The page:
Today President Trump signed a new Muslim ban. The new executive order is a major retreat by the administration, reflecting that, as courts around the country have recognized, the original order was deeply flawed and totally unjustified. But the fundamental truth of this new order, like the old one, remains unchanged: The president promised to ban Muslims from the United States, and the ban is his attempt to make good on that unconstitutional and indefensible goal.President Trump’s intentions regarding the Muslim ban have been clear. In a statement “ON PREVENTING MUSLIM IMMIGRATION” posted to his campaign website — and still available on it as I write — then-candidate Trump called for “a total and complete shutdown of Muslims entering the United States.” Again and again, he refused to disown this proposal, expressing his opinion that “Islam hates us” and that there are “problems with Muslims coming into the country.”Instead of abandoning this odious idea in response to widespread criticism and outrage, Mr. Trump candidly explained that he would change the wording of his proposal but not its substance. “I’m looking now at territories,” he said. “People were so upset when I used the word Muslim. Oh, you can’t use the word ‘Muslim.’ Remember this. And I’m okay with that, because I’m talking ‘territory’ instead of ‘Muslim.’” Asked about the Muslim ban, he said, “[C]all it whatever you want. We’ll call it territories, okay?” Rudy Giuliani, former mayor of New York and advisor to the president, explained that Trump asked him to figure out “the right way” to establish the Muslim ban “legally” and that he and others settled on using the word “countries” to achieve Trump’s goal.Tell Your Senators to Oppose Muslim ban 2.0Sure enough, when the original Muslim ban was signed, it did not use the word “Muslim,” instead purporting to single people out for exclusion from the United States based on their nationality.But it was no coincidence that the seven countries singled out were all overwhelmingly Muslim, and account for over 80 percent of Muslim refugees entering the United States from 2014 to2016. It was no coincidence that the order carved out special treatment for certain religious minorities, which the president promptly explained was intended to help Christians. It was, in other words, no coincidence that the president who promised to ban Muslims from entering the United States signed an order that would ban a large number of Muslims from entering the United States.Courts refused to buy this transparent attempt to avoid the bedrock American commitment to freedom and equality among religions. As the ACLU’s legal director, David Cole, explained before the original order was signed, a government action motivated by intent to discriminate on the basis of religion is unconstitutional even if the text of the order does not name a particular religion to be harmed. Courts across the country agreed. And, starting with a temporary stay won by the ACLU and its partners at the National Immigration Law Center, the International Refugee Assistance Project, and the Worker & Immigrant Rights Advocacy Clinic the night after the Muslim ban was signed, courts have halted the ban — including a unanimous panel of the Ninth Circuit Court of Appeals.In response to these court losses, the president has now signed a new order. The order backtracks dramatically — exempting not only green card holders but all current visa holders, delaying the implementation of the order, and eliminating some of its glaringly illegal elements. These changes further undercut the administration’s weak national security case for the ban, already rebutted by the government’s own assessments and the administration’s repeated delays in issuing it — including putting off the new order to seek favorable media coverage.Despite the substantial ground the president has now conceded in the face of his legal defeats, however, the heart of the order remains. The order still singles out individuals from six of the same overwhelmingly Muslim countries, as promised in the same repeated pledges to institute a Muslim ban, and does so purportedly based on the same debunked national security arguments. Indeed, any suggestion that this new order represents a clean break from the prior one or from the president’s comments is undercut by various statements coming out of the White House, describing the new order as “a revised policy” that would advance “the same basic policy outcome for the country.”Ultimately, in other words, the most fundamental flaw of the Muslim ban remains the same: It is still a ban, signed by a president who promised to bar Muslims from entering the United States, motivated by an intent to discriminate against Muslims, and that overwhelmingly affects Muslims rather than those of other faiths. Neither the president’s original offer to “call it whatever you want,” nor this most recent attempt to “revise” the order while pursuing “the same basic policy,” alters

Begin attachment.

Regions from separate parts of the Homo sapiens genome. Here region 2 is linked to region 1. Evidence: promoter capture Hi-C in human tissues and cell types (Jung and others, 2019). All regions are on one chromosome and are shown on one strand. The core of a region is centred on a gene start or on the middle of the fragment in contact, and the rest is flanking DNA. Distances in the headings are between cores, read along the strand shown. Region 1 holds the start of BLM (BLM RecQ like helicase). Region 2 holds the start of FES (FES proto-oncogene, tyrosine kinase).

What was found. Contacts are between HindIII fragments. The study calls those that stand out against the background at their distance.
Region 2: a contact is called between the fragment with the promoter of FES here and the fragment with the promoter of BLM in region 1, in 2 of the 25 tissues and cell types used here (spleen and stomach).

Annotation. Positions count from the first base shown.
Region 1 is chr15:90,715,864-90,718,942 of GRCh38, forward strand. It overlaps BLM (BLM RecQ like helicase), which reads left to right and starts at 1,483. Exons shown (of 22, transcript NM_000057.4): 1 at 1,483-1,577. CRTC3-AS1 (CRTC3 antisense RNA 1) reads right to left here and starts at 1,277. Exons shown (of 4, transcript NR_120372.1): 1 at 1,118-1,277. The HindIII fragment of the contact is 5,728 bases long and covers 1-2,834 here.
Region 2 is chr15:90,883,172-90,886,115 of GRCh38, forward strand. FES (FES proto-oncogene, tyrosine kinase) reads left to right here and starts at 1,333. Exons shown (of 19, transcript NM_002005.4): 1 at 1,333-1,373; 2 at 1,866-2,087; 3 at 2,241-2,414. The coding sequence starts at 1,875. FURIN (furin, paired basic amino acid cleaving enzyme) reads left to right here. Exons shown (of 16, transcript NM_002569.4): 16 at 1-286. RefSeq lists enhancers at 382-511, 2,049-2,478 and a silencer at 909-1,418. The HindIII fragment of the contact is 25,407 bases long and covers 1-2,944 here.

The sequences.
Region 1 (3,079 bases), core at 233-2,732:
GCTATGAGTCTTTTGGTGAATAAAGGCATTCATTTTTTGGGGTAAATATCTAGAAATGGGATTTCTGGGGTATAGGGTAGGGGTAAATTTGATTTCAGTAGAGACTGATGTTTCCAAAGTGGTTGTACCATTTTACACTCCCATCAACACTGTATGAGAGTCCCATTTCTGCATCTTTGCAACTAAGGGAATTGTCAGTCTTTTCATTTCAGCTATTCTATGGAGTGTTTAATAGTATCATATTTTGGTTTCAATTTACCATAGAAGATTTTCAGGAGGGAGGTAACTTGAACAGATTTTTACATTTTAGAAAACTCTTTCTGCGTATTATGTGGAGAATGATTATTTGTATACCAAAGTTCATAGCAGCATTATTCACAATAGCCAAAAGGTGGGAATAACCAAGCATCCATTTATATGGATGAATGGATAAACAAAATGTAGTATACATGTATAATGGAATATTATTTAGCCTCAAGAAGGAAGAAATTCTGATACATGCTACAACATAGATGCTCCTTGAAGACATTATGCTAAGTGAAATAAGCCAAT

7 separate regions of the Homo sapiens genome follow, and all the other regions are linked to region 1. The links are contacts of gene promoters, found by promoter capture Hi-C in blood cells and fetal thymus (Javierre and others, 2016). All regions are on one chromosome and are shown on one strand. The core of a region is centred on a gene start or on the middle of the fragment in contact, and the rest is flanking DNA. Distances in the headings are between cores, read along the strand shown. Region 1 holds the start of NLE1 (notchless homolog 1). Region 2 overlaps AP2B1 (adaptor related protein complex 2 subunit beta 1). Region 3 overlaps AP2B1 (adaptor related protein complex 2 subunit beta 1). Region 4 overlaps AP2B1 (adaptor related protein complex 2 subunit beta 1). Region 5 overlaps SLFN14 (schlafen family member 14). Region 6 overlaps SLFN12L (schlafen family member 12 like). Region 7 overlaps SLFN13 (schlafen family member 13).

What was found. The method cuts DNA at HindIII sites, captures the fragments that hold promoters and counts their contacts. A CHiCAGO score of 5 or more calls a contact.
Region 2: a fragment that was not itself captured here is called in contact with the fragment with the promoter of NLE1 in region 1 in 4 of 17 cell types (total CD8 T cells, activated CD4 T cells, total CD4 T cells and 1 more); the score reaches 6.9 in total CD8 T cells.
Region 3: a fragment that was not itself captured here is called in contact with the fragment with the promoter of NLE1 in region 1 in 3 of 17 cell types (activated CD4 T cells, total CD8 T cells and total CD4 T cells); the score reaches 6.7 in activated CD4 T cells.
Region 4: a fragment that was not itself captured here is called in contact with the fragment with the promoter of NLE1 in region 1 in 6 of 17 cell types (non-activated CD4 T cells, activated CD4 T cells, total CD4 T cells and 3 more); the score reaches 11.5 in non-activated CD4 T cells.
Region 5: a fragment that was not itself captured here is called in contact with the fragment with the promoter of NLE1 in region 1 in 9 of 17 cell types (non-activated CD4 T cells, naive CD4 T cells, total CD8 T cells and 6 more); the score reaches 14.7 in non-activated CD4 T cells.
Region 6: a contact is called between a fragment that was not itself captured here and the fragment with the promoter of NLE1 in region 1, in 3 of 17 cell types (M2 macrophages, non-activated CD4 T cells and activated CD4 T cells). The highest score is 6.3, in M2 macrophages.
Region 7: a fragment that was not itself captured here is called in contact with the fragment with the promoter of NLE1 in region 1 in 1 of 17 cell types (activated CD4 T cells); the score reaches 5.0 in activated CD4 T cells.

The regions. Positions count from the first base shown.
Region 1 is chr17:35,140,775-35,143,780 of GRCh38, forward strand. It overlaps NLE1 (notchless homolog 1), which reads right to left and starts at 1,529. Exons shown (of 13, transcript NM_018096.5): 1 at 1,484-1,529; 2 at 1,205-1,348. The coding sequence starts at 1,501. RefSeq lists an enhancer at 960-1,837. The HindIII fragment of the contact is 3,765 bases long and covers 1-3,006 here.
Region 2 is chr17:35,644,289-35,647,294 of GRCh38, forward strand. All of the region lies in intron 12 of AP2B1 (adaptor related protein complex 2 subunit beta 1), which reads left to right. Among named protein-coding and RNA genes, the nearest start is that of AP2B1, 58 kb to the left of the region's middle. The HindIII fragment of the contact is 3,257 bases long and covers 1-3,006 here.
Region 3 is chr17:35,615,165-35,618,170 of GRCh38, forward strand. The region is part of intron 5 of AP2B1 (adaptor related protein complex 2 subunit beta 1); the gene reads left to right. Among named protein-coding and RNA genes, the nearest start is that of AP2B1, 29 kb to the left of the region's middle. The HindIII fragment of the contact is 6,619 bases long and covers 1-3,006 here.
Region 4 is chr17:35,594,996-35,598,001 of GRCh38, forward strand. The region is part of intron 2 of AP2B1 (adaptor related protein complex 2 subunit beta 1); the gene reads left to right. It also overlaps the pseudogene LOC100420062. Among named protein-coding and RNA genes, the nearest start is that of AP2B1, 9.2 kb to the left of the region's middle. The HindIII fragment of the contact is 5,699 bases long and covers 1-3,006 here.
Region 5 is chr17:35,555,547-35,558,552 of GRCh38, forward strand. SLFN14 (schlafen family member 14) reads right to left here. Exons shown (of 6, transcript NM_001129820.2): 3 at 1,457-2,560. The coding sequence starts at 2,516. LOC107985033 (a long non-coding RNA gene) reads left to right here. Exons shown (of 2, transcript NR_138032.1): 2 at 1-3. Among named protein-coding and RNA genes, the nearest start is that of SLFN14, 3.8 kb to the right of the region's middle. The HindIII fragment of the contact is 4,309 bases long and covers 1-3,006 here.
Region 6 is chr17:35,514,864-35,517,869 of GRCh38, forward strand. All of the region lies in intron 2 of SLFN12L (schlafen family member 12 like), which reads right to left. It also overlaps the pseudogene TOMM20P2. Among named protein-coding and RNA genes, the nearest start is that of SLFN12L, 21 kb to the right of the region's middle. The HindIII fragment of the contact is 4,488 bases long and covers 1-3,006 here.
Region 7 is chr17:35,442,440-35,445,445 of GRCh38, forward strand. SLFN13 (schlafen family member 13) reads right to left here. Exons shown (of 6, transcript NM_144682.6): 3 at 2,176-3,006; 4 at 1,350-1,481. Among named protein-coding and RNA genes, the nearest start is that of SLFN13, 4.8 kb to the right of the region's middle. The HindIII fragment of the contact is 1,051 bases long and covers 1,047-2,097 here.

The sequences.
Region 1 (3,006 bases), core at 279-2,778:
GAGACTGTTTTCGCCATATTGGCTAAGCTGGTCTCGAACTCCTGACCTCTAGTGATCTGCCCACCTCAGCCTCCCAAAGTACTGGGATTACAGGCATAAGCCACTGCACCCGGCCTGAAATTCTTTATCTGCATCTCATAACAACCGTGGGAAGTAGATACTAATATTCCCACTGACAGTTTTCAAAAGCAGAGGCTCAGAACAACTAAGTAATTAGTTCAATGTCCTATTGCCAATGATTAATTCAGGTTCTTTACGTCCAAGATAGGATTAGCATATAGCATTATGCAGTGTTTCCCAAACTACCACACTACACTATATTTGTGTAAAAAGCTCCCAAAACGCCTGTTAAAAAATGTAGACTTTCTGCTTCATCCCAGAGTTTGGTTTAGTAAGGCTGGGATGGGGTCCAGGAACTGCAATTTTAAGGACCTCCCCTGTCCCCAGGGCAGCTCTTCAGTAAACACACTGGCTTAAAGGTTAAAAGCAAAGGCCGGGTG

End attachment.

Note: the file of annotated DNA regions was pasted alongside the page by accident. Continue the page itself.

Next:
Source: Why the Only Way to Fix the Muslim Ban Is Not to Have a Muslim Ban | American Civil Liberties Union